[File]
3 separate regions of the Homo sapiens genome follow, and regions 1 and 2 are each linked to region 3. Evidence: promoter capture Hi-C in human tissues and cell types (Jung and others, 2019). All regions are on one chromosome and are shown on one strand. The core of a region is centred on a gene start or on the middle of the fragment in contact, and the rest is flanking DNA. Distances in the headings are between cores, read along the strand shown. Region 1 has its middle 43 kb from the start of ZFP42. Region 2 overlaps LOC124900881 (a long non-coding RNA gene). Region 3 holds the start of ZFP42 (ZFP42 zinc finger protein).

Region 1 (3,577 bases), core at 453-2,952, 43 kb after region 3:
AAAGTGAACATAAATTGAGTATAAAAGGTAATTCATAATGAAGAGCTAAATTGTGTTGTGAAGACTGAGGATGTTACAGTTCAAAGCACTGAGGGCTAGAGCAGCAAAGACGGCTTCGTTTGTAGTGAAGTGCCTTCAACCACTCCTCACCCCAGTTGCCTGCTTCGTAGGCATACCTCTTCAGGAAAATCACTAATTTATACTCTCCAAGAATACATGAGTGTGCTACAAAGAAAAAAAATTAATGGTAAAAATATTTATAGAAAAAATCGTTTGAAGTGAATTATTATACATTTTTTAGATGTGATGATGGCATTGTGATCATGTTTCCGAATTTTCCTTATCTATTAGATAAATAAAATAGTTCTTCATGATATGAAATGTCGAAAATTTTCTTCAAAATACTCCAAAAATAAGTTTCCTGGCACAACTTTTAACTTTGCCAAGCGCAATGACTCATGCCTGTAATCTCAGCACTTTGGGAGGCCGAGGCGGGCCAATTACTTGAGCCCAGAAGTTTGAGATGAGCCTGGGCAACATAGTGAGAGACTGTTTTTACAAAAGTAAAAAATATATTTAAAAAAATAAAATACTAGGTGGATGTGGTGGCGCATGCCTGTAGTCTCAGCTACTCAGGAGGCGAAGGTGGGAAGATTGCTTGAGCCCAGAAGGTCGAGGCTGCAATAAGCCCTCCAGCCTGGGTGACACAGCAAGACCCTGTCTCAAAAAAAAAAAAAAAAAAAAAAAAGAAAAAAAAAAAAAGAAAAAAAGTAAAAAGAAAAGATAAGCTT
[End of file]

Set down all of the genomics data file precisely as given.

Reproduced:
3 separate regions of the Homo sapiens genome follow, and regions 1 and 2 are each linked to region 3. Evidence: promoter capture Hi-C in human tissues and cell types (Jung and others, 2019). All regions are on one chromosome and are shown on one strand. The core of a region is centred on a gene start or on the middle of the fragment in contact, and the rest is flanking DNA. Distances in the headings are between cores, read along the strand shown. Region 1 has its middle 43 kb from the start of ZFP42. Region 2 overlaps LOC124900881 (a long non-coding RNA gene). Region 3 holds the start of ZFP42 (ZFP42 zinc finger protein).

Region 1 (3,577 bases), core at 453-2,952, 43 kb after region 3:
AAAGTGAACATAAATTGAGTATAAAAGGTAATTCATAATGAAGAGCTAAATTGTGTTGTGAAGACTGAGGATGTTACAGTTCAAAGCACTGAGGGCTAGAGCAGCAAAGACGGCTTCGTTTGTAGTGAAGTGCCTTCAACCACTCCTCACCCCAGTTGCCTGCTTCGTAGGCATACCTCTTCAGGAAAATCACTAATTTATACTCTCCAAGAATACATGAGTGTGCTACAAAGAAAAAAAATTAATGGTAAAAATATTTATAGAAAAAATCGTTTGAAGTGAATTATTATACATTTTTTAGATGTGATGATGGCATTGTGATCATGTTTCCGAATTTTCCTTATCTATTAGATAAATAAAATAGTTCTTCATGATATGAAATGTCGAAAATTTTCTTCAAAATACTCCAAAAATAAGTTTCCTGGCACAACTTTTAACTTTGCCAAGCGCAATGACTCATGCCTGTAATCTCAGCACTTTGGGAGGCCGAGGCGGGCCAATTACTTGAGCCCAGAAGTTTGAGATGAGCCTGGGCAACATAGTGAGAGACTGTTTTTACAAAAGTAAAAAATATATTTAAAAAAATAAAATACTAGGTGGATGTGGTGGCGCATGCCTGTAGTCTCAGCTACTCAGGAGGCGAAGGTGGGAAGATTGCTTGAGCCCAGAAGGTCGAGGCTGCAATAAGCCCTCCAGCCTGGGTGACACAGCAAGACCCTGTCTCAAAAAAAAAAAAAAAAAAAAAAAAGAAAAAAAAAAAAAGAAAAAAAGTAAAAAGAAAAGATAAGCTT